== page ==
College closure: An international perspective
By Gatien Delaunay
The word “Coronavirus” is on everyone’s lips and is now affecting our daily lives. People are calling their families and starting to pack. By Friday, Mar. 20, most Loras students will be back home trying to stay away from the COVID-19. However, not all of them will have the opportunity to do so.
Loras College is also the home for several international students, and some of them come from far away countries such as Colombia, Brazil, Ghana, and France. They are unable to go back home.
I am not writing this article as a feature writer and columnist for the Lorian but as one of the international students who will have to stay on campus for an undetermined period. It isn’t very easy to make sense of what is happening right now, it is simply too early.
Upon hearing this announcement, both emotions and questions follow one another. Will this situation last until the end of the semester? Will we be able to stay on campus until then or be obliged to go back home?
Students remaining on campus will have to move to Binz Hall and agree to not leave the Dubuque area. This is the deal we were given and I feel angry and sad to have to cope with it so far away from my friends and family. However, I understand the situation and accept it because the main reason Europe is struggling so much is because this threat was taken lightly.
Given how fast the virus spreads, every day counts, and making a decision even one week late can have terrible consequences. Now some countries in Europe are paying the price. In my home country, France, time seems to have stopped and inhabitants will be in confinement. Making this kind of decision before the virus arrived would have been the best way to prevent it — or at least reduce its impact. My main concern is to know if I would have to go back to France, which is unideal given their current situation, and I don’t know if I will be able to come back to the U.S. after that. Two months away from graduation, the seniors – including myself – are heavily concerned.
“It is something that has no precedents in the history of human kind,” said senior Jorge Ramirez, an exchange student from Colombia. “We are talking about a virus that is affecting literally every single person on earth. The younger generations will come out of this stronger, and everything will be put in place again.”
“As an international student, you always worry about your family members who are nowhere near you, but it is important to pray for their well-being and hope everything is over quick. Mentally, we all need to be stronger in times like this. I’m very sad my senior year had to end like this,” Ramirez concluded.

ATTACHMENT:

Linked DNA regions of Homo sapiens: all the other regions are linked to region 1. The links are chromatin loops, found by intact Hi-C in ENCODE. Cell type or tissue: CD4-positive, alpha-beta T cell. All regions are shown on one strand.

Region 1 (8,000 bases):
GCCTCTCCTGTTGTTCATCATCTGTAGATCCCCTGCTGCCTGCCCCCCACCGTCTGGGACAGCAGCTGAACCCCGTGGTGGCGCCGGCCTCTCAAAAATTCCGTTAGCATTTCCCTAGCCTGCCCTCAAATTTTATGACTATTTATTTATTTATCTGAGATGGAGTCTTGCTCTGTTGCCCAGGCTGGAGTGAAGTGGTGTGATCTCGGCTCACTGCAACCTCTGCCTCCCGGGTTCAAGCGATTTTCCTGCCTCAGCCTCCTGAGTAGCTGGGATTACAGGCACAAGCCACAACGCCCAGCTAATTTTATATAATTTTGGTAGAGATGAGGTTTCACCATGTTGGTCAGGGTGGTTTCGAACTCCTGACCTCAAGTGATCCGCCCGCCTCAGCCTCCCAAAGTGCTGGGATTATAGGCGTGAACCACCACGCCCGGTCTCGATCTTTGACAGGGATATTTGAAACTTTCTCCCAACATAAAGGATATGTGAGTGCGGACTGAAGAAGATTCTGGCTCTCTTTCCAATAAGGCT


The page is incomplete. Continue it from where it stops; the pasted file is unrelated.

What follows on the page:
He and his current roommates will be renting an Airbnb in Galena for a month, waiting to find out if Loras College is closing for the semester. Juniors Juan Arias and Juan Caicedo, also students from Colombia, expressed their concerns about staying at Binz Hall. They both currently live in LMAC, and even though they appreciate the offer made to international students to stay on campus, they don’t understand why they would have to move to Binz, where there is only one kitchen for everybody.
“I think transferring us to Binz is not the best decision because of the moving in, and most importantly, our alimentation,” Arias said. “It’s good that they are letting us stay, but it’s not the best location at all.”
Caicedo decided to go to Chicago as he has some family over there. Arias, for his part, remains undetermined.
I am not only speaking as an international student but also as a senior student. Many people are in the same situation and ask the question: will we be able to walk across that stage at graduation and show the community our accomplishments? The answer remains uncertain. We may also have to say goodbye to some people we have grown to love and cherish throughout our studies at Loras College.
We certainly thought that things would end a different way, we don’t deserve this. It is unfair, but at the same time we know that such drastic measures are indispensable given the current situation. It’s a mix of conflicting feelings and thoughts that come through my mind and the minds of many other students, whether they are international or not, whether they seniors or not. The only thing we can do right now is wait, accept, and respect the measures taken. Let’s hope that this virus is not going to end our fantastic adventure at Loras College prematurely.
To all the people I have met and got to know during my years here, I love you and wish you all the best.